Since Congress passed a major education bill, the Every Student Succeeds Act (ESSA), earlier this week, several members of Congress have been pushing the false narrative that the law constitutes a repeal of Common Core. In fact, the law does not and could not repeal Common Core.
The desire to describe the law as a Common Core repeal is understandable. While ESSA shifts federal education policy to the right, many conservatives have argued the law doesn’t go far enough. Since those same conservatives also mostly dislike Common Core, claiming the law constitutes a repeal may be an effort to win them over.
Republican Sen. Richard Burr of North Carolina was one of those to push the narrative. His Congressional website declares Burr had helped send a Common Core repeal to President Obama’s desk. Republican Sen. Lamar Alexander did the same thing, using Twitter to say (4 different times) the law would eliminate the “Common Core mandate.”
— Sen. Lamar Alexander (@SenAlexander) December 8, 2015
— Sen. Lamar Alexander (@SenAlexander) December 9, 2015
The only problem: No “Common Core mandate” exists, so no federal legislation can “repeal” it.
Common Core is an initiative of the National Governors Association (NGA) and Council of Chief State School Officers (CCSSO). The standards were created without federal control or oversight, and the standards have all been adopted at the state level.
What ESSA does do is prohibit the federal government from using various tactics that encouraged, but did not require, the adoption of Common Core at the state level. For example, the Race to the Top program, which ran from 2009 to 2013, awarded federal money to select states that adopted various education reforms. States could improve their chances of receiving money by adopting Common Core.
More recently, states could improve their chances of receiving a waiver from various No Child Left Behind (NCLB) requirements if they followed Common Core.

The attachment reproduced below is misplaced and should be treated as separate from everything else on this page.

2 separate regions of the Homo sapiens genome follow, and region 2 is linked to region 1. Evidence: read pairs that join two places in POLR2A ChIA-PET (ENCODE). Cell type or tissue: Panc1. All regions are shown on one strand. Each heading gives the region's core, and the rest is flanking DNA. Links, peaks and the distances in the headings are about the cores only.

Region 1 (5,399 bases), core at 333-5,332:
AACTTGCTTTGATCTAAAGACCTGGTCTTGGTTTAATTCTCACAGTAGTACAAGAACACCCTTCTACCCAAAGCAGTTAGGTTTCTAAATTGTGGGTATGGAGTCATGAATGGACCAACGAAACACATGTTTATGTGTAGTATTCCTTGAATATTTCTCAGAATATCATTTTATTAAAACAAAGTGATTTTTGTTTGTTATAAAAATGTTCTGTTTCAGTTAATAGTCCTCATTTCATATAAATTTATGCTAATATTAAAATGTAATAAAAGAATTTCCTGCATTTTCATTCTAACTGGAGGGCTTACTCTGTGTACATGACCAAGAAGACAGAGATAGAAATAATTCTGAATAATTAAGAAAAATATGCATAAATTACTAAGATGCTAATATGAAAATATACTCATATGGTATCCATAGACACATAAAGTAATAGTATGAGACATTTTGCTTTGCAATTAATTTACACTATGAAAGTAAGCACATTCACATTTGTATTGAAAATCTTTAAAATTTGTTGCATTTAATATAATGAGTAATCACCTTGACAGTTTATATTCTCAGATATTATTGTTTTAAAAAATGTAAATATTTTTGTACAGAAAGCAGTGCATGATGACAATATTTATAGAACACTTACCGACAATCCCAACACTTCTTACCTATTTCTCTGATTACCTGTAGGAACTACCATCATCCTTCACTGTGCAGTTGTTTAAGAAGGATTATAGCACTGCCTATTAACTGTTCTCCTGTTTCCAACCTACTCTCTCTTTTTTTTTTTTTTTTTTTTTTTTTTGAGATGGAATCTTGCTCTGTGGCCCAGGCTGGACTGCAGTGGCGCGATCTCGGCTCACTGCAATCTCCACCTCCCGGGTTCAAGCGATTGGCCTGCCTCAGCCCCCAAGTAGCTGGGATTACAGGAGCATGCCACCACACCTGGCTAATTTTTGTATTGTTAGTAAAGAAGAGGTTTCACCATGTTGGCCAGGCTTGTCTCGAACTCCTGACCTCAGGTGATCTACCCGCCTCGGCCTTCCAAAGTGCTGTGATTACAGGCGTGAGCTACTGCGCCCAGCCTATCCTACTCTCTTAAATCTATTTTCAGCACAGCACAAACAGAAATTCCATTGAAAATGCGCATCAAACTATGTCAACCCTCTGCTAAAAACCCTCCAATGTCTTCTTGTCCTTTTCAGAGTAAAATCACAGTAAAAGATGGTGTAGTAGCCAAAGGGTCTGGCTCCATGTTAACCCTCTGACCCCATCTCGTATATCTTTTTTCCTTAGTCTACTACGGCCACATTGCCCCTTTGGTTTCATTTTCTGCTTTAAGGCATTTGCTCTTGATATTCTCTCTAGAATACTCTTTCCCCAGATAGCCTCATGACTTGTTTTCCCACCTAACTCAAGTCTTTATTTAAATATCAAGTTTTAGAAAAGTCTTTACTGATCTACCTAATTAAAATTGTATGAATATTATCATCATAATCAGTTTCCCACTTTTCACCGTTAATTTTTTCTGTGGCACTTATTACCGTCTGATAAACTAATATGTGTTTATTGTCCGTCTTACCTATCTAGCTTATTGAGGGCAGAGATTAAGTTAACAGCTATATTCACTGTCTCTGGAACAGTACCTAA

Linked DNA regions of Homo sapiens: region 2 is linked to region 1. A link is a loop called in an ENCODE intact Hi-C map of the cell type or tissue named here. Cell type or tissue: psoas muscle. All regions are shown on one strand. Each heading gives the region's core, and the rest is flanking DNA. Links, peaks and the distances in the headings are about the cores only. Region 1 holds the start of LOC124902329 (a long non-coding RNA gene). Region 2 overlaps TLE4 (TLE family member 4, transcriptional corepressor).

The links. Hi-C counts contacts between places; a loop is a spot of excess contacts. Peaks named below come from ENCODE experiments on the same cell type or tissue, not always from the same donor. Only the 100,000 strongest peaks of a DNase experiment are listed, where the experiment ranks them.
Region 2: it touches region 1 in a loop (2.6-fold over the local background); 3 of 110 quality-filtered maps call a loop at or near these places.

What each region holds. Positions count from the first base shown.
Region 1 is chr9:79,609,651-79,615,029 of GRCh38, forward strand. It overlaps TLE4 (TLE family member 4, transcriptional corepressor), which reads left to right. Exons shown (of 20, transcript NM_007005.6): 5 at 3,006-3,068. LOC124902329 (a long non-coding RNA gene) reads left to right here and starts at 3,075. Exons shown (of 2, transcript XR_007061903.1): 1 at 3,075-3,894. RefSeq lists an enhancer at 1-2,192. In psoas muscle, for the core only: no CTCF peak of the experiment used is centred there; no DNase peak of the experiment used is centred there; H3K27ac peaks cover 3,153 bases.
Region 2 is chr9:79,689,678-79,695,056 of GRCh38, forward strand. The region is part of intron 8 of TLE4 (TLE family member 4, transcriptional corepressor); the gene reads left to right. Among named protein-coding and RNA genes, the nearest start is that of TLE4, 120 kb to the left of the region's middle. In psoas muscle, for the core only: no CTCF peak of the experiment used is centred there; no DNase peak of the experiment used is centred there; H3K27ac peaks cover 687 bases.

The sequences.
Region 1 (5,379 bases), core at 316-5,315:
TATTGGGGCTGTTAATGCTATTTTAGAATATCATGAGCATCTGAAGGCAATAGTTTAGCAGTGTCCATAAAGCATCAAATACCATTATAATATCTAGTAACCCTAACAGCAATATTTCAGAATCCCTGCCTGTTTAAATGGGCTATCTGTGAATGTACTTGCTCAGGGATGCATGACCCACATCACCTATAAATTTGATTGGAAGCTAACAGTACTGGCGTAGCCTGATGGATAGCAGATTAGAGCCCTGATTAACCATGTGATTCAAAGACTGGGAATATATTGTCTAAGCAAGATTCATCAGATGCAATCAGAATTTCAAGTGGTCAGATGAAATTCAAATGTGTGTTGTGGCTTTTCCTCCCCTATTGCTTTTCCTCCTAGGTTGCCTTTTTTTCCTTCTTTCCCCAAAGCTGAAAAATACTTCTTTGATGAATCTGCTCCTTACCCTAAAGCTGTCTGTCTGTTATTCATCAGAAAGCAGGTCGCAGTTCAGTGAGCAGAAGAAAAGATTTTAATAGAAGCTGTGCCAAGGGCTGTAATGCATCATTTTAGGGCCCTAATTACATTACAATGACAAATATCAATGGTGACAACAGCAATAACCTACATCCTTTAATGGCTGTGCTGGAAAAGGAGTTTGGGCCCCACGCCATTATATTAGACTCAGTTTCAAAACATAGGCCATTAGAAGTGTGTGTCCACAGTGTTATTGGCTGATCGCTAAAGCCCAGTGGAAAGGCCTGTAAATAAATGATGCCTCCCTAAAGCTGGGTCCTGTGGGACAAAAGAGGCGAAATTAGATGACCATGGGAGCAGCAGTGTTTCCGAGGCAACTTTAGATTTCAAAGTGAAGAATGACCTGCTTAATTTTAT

But these federal initiatives never amounted to anything like a requirement that states follow Common Core, which is easily shown by the fact that not every state adopted it. Texas, Virginia, Nebraska, and Alaska never used Common Core, and Minnesota only adopted half of it.
Similarly, Indiana and Oklahoma were both able to repeal Common Core and still received NCLB waivers. The Obama administration encouraged Common Core, but it never required adoption.
By extension, it wasn’t federal requirements that were keeping Common Core held in place around the country. Instead, it was support from both Democrats and Republicans, who have defeated several repeal efforts around the country. (RELATED: Anti-Common Core Efforts Are Failing)
Alexander’s wording is particularly misleading, because as the chairman of the Senate’s education committee, he presumably knows the federal government’s actual involvement with Common Core. And in fact, a longer paper published by the committee frames the issue more truthfully, though it still inaccurately describes Obama as requiring the adoption of Common Core.
If activists want Common Core eliminated, then, they’ll need more than a new federal law. Instead, repeal must be done state by state across the country.
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